• Capture rain and phase-out using our well (see booklet at right).
• Size our garden/mini-orchard to our rainwater holding tanks.
• Build small check dams in the creek (like a beaver).
• Store rain in the ground, especially high on the land, by having as much native tree cover as the land naturally supports.
• Shape bare or disturbed land to minimize or eliminate rainwater run-off without harming native trees. Then mulch as soon as possible.
• Minimize areas of bare ground.
While the water in the creek and in our well were once rainwater, extracting water from those two sources can have a detrimental effect on life and on the hydrologic cycle in the watershed.
We never pump from the creek because pumping at times other than above normal flow has an immediate negative effect on water level, and doing this regularly means the creek dries up earlier–fish, frogs, damsel flies, water bugs and many others all die. Deer, bats, turtles, birds, raccoon, skunks and others have to travel farther to find water. The ground along the creek dries out and the depth to groundwater increases.
Since our well is near the creek, every time we use it, we are causing a draw-down of both the creek and groundwater available to creekside species like valley oak, black walnut, willow, alder, elderberry and many more. Groundwater is also mineral rich, often high in salts, and therefore a poor choice for growing plants, while rainwater is what plants evolved with. These reasons made it clear to us that we needed to switch to rainwater.
While capturing rainwater for domestic use can require the purchase of some industrial products, a setup can be installed that will last a lifetime and makes maximum use of salvaged and low cost materials. This is in contrast with well systems that overall require far more damaging materials and technologies to install, are expensive to drill, require ongoing energy inputs to run and do not guarantee a water source into the future, especially given the history of wells in this area.
We have a salvaged 3000-gallon tank that captures rain off of our roof that we use for drinking, cooking and watering our climatically appropriate food plants in our small garden. This system requires no pumps and minimal maintenance. We also have two salvaged 5400-gallon tanks for livestock and additional future garden and drinking water use. The next step in our transition towards modeling a sustainable water system here at the Center will be to experiment with earthen water tanks.
We also use rainwater harvesting earthworks in our garden, which maximize the moisture that falls on site. Additionally, building small check dams in all drainages helps to slow, spread and sink the falling water on the land, which enhances the growth and health of all plants, which boosts soil biodiversity and extends the water cycle. As noted in the list above, native trees are our best bet for keeping water in the soil, where it serves more species and extends the moist season by several weeks or even months.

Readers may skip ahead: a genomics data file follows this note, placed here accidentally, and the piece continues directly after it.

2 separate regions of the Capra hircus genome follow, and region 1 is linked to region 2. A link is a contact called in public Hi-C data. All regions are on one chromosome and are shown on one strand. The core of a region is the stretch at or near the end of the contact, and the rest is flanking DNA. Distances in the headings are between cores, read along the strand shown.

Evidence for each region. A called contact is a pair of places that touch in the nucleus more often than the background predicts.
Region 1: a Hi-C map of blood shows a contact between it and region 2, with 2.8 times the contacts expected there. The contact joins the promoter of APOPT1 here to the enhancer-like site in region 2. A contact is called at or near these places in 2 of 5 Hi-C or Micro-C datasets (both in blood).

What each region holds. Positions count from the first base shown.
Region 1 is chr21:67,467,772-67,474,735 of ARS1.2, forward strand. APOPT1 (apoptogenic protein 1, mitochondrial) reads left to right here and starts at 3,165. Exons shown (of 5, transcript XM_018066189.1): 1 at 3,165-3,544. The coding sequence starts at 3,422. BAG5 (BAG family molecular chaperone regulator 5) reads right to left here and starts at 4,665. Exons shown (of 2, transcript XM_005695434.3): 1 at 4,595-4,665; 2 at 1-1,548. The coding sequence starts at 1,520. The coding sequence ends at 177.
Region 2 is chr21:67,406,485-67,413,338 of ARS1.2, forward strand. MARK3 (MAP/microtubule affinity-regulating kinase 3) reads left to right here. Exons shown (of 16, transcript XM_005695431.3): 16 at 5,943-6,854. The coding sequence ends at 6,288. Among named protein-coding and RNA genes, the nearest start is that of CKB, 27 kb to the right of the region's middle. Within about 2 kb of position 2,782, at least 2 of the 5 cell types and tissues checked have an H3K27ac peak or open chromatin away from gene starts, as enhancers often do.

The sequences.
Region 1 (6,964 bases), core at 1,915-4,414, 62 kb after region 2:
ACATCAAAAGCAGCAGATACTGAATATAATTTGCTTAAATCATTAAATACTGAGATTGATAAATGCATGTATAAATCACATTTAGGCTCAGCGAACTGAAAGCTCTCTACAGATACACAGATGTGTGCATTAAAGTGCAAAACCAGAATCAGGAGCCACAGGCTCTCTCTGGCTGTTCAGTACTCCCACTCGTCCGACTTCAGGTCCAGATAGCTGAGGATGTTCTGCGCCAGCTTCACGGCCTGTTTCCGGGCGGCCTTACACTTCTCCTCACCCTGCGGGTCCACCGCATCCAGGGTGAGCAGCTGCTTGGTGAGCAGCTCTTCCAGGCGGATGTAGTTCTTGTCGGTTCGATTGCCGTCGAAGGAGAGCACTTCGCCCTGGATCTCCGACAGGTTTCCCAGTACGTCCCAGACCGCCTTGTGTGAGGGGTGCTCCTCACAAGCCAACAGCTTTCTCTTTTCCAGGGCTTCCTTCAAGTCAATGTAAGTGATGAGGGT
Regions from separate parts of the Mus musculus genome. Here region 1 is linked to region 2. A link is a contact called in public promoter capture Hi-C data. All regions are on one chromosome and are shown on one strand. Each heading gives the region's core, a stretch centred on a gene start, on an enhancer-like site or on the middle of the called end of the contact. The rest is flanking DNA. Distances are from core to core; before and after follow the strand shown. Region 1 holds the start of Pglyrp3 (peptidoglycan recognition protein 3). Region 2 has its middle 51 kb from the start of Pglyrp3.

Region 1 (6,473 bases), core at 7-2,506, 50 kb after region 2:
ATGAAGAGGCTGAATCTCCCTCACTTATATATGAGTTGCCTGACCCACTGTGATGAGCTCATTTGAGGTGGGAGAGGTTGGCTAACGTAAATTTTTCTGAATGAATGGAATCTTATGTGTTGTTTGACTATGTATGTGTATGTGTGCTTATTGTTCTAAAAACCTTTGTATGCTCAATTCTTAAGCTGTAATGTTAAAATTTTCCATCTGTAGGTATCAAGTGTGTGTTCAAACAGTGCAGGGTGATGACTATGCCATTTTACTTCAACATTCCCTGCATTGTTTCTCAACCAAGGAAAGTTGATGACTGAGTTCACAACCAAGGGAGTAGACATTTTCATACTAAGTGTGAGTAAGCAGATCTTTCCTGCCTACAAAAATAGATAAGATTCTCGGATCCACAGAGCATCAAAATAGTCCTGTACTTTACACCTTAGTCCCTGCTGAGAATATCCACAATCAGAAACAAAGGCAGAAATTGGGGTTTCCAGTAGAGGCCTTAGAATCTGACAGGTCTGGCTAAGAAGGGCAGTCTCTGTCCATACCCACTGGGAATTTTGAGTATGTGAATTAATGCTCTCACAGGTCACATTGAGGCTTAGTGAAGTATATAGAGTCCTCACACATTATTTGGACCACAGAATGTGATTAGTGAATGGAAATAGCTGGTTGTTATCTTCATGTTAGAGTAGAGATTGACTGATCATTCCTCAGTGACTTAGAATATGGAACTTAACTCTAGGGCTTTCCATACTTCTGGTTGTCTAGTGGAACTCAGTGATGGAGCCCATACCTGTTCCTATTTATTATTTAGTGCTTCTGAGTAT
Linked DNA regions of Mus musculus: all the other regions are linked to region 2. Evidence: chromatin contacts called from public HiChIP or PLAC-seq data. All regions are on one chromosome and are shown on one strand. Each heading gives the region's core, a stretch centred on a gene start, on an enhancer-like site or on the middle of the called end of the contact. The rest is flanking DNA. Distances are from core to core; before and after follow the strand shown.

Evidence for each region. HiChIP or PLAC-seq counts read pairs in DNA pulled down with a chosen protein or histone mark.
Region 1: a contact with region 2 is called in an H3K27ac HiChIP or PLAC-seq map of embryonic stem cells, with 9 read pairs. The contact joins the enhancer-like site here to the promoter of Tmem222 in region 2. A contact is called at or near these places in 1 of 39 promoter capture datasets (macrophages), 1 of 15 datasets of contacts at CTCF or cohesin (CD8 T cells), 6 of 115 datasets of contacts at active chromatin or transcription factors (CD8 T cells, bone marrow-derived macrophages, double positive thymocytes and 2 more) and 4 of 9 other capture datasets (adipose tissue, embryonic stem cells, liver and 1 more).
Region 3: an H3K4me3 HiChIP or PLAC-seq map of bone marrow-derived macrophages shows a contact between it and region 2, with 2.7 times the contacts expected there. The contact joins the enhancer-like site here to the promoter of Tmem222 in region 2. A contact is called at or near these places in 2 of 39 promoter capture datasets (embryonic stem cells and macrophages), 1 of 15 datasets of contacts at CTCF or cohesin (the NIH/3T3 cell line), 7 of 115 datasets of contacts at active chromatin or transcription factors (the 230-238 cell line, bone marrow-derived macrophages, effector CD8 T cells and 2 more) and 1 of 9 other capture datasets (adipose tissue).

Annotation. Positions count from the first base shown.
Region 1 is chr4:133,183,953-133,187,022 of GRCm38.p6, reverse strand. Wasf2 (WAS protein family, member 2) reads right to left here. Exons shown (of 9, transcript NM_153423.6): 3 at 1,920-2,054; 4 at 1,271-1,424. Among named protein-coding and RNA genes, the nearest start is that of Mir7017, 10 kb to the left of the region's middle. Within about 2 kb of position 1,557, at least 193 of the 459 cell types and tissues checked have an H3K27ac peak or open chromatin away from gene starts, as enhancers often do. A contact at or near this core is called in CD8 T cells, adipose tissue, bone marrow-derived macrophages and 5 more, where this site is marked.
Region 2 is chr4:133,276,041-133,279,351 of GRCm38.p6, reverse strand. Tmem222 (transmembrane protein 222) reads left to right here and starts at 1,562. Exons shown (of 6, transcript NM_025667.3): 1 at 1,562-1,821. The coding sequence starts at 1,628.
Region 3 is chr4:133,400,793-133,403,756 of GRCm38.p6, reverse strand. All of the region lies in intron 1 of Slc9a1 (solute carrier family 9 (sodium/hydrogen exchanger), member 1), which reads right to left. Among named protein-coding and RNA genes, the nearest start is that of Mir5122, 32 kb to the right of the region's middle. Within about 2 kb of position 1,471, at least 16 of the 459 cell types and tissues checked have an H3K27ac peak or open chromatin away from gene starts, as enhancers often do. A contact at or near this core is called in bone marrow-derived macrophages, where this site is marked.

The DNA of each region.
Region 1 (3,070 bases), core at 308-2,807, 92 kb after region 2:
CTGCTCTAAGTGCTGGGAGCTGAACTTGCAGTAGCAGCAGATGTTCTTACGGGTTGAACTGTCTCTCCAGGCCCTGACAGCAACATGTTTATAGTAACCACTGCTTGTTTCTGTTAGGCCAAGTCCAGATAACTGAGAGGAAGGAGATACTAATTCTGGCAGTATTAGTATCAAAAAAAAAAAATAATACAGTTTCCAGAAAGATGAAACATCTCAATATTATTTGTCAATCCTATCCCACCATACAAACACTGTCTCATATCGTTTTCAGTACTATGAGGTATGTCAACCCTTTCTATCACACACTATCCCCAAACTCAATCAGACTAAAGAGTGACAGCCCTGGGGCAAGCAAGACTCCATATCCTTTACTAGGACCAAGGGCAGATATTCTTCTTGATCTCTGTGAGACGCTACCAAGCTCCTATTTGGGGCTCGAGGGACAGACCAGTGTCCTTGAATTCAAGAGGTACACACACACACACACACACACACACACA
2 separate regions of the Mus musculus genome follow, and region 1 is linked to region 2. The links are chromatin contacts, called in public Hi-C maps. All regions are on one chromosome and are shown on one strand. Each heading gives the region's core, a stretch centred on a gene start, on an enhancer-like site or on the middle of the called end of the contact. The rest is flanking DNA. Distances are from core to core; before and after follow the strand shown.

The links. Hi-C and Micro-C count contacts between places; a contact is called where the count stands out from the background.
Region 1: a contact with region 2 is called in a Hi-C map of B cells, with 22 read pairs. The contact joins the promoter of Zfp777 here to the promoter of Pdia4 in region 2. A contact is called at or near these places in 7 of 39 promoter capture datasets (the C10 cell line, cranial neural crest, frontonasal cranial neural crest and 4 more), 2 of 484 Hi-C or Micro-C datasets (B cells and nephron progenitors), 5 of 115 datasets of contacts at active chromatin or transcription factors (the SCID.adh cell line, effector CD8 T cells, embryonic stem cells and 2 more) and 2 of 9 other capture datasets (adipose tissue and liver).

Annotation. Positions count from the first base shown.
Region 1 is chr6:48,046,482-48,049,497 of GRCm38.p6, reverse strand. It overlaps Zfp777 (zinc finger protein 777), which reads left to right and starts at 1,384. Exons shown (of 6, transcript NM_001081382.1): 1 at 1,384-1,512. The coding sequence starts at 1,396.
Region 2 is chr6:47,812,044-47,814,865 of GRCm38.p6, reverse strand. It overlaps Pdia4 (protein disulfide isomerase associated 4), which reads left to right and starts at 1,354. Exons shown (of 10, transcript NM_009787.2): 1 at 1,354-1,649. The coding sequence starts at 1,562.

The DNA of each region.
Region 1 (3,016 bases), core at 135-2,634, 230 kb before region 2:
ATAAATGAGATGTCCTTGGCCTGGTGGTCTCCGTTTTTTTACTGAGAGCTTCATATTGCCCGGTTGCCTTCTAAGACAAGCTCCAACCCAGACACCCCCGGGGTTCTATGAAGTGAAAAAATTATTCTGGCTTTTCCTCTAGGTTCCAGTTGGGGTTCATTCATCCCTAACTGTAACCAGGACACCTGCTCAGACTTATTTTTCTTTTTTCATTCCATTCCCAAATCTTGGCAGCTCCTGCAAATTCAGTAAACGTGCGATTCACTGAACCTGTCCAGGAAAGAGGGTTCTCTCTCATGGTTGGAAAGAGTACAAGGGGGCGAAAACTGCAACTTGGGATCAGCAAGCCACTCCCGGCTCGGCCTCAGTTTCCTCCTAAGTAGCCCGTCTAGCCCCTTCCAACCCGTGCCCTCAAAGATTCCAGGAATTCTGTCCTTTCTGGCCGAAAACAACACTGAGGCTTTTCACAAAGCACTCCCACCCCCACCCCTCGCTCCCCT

Below are the calculations we used to determine numbers of plants, animals and square feet of garden beds.
A Guide for Getting Started
Rainwater Harvesting Basics
Brad Lancaster, author of Rainwater Harvesting for Drylands and Beyond, explains a few rainwater basics in the above videos and provides the following:
The Eight Principles of Successful Water Harvesting
1. Begin with long and thoughtful observation. Use all your senses to see where the water flows and how. What is working, what is not? Build on what works.
2. Start at the top (highpoint) of your watershed and work your way down. Water travels downhill, so collect water at your high points for more immediate infiltration and easy gravity-fed distribution. Start at the top where there is less volume and velocity of water.
3. Start small and simple. Work at the human scale so you can build and repair everything. Many small strategies are far more effective than one big one when you are trying to infiltrate water into the soil.
4. Slow, spread, and infiltrate the flow of water. Rather than having water run erosively off the land’s surface, encourage it to stick around, “walk” around, and infiltrate into the soil. Slow it, spread it, sink it.
5. Always plan an overflow route, and manage that overflow as a resource. Always have an overflow route for the water in times of extra heavy rains, and where possible, use the overflow as a resource.
6. Maximize living and organic groundcover. Create a living sponge so the harvested water is used to create more resources, while the soil’s ability to infiltrate and hold water steadily improves.
7. Maximize beneficial relationships and efficiency by “stacking functions.” Get your water harvesting strategies to do more than hold water. Berms can double as high-and-dry raised paths. Plantings can be placed to cool buildings in summer. Vegetation can be selected to provide food.
8. Continually reassess your system: the “feedback loop.” Observe how your work affects the site, beginning again with the first principle. Make any needed changes, using the principles to guide you.